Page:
Another issue the member states have been tackling relates to the question of how to group the countries in their elections to the Council. High Level Panel's Model A and B replaced the five customary regional groupings (Asia, Africa, Latin America and Caribbean, Eastern Europe, Western Europe and Other States) with four continental groupings (Asia and the Pacific, Africa, the Americas and Europe). If the new continental geographical distribution were to beimplemented, the number of seats allocated to the small powers, especially in Eastern Europe, would be significantly reduced. For this reason, Coffee Club put forward two new proposals, the Green and Blue Models, which expands the Council only in the non-permanent category although Blue Model provides for some longer terms. Both however, maintain the traditional regional groupings.

The model submitted to the member states in a draft resolution by G4 is also designed according to the regional groupings and adds an extra non-permanent seat for Eastern Europe. The problem with G4's resolution is that it may force the member states to make a difficult choice too early. Since not every country who favors a permanent seat for Japan and Germany is sympathetic to India, Brazil or an African country's having one, they might end up awarding permanent seats only to Japan, Germany ruling out India, Brazil and Africa's bid for permanent membership. If the Council were expanded only to include Germany and Japan in permanent capacity, then the cohesiveness of the UN could fall apart and the credibility of the Security Council would be threatened. If the Council expands to include all six requested permanent seats, then the Council expands too much in the permanent category, considering that a truly democratic model would eliminate privileged representation, not expand it.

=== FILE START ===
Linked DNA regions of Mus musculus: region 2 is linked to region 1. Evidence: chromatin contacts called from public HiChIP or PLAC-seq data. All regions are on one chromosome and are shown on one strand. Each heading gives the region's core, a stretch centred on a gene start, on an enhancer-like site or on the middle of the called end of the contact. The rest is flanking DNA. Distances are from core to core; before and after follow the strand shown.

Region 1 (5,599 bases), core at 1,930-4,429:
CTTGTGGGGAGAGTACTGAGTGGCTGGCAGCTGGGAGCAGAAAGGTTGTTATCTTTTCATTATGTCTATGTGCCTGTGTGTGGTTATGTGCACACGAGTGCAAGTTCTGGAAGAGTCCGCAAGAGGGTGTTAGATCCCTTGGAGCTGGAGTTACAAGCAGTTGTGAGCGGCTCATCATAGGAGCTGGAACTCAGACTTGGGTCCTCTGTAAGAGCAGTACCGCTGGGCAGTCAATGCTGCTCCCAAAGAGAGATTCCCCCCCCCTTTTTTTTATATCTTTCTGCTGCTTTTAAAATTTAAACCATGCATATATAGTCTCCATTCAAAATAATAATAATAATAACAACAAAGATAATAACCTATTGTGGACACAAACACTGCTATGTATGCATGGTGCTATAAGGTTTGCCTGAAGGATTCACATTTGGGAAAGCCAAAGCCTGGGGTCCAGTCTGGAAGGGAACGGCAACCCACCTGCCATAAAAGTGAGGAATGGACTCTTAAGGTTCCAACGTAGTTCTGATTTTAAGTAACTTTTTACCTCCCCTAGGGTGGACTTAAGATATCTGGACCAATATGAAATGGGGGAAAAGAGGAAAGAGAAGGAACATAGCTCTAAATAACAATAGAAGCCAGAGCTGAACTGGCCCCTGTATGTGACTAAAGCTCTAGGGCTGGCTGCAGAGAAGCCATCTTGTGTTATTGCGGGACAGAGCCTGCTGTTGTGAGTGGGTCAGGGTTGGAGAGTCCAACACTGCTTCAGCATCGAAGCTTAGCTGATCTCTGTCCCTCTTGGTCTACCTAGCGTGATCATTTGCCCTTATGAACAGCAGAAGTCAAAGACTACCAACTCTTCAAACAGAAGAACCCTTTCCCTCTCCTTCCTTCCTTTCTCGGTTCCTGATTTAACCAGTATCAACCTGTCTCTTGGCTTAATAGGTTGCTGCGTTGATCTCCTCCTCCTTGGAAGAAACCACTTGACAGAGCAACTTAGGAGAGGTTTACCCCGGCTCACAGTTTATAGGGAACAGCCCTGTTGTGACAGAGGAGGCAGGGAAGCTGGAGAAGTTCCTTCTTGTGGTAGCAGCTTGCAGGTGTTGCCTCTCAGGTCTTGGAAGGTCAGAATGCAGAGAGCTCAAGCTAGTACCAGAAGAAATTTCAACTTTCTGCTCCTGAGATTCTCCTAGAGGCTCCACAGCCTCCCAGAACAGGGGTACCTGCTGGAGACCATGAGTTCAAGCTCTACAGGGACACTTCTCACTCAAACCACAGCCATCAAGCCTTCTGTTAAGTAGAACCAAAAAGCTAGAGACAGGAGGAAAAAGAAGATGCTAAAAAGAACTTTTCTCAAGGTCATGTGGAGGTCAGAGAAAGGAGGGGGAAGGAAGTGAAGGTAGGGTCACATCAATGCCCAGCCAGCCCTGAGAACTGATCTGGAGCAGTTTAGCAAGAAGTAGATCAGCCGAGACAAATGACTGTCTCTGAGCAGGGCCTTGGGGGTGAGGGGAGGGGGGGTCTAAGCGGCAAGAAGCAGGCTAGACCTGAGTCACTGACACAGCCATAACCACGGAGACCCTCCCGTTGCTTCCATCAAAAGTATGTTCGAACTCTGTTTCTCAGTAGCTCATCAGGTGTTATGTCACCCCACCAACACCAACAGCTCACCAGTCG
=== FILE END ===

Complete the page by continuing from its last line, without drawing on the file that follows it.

Settling this dilemma may lie in a compromise that can be reached if the member states agreed to expand the Council only in the non-permanent category, by creating a new tier for big economic powers to be represented in the Council in longer terms, but not permanently. Although adding new tiers to the Council is not an ideal form of reform, it could offer a stopgap solution until year 2020 when the changes would be put for review. A New Model C put forward by Professor Hoffmann and the Blue Model put forward by the Coffee Club outline possibilities of how this might be done (for more on the Security Council Models, see Special Paper no. 4, May 2005, available at

Next step

Annan's entire reform package will be put to the test at a summit of world leaders in September 2005. Getting 191 leaders to agree on a model for the Security Council will not be easy. Yet, the diplomacy machine is at work and the Secretary-General, an important player in the process, is unceasingly promoting the idea that the time is ripe to reform the Security Council. Supposedly the G4 have lined up a two-thirds majority for their framework draft resolution calling for the addition of new permanent seats to the Council, but it is doubtful they can hold on to that once they get down to the specifics of the agreement. The U.S. > position will be consequential in determining the fate of the G4 resolution. Although the United States favoring one proposal over another is unlikely, it still has an important role to play. What matters in the U.S. position is whether it will take the leadership role and push the two groups into a compromise, or leave it up to the UN's own mechanism to resolve the political maneuvering.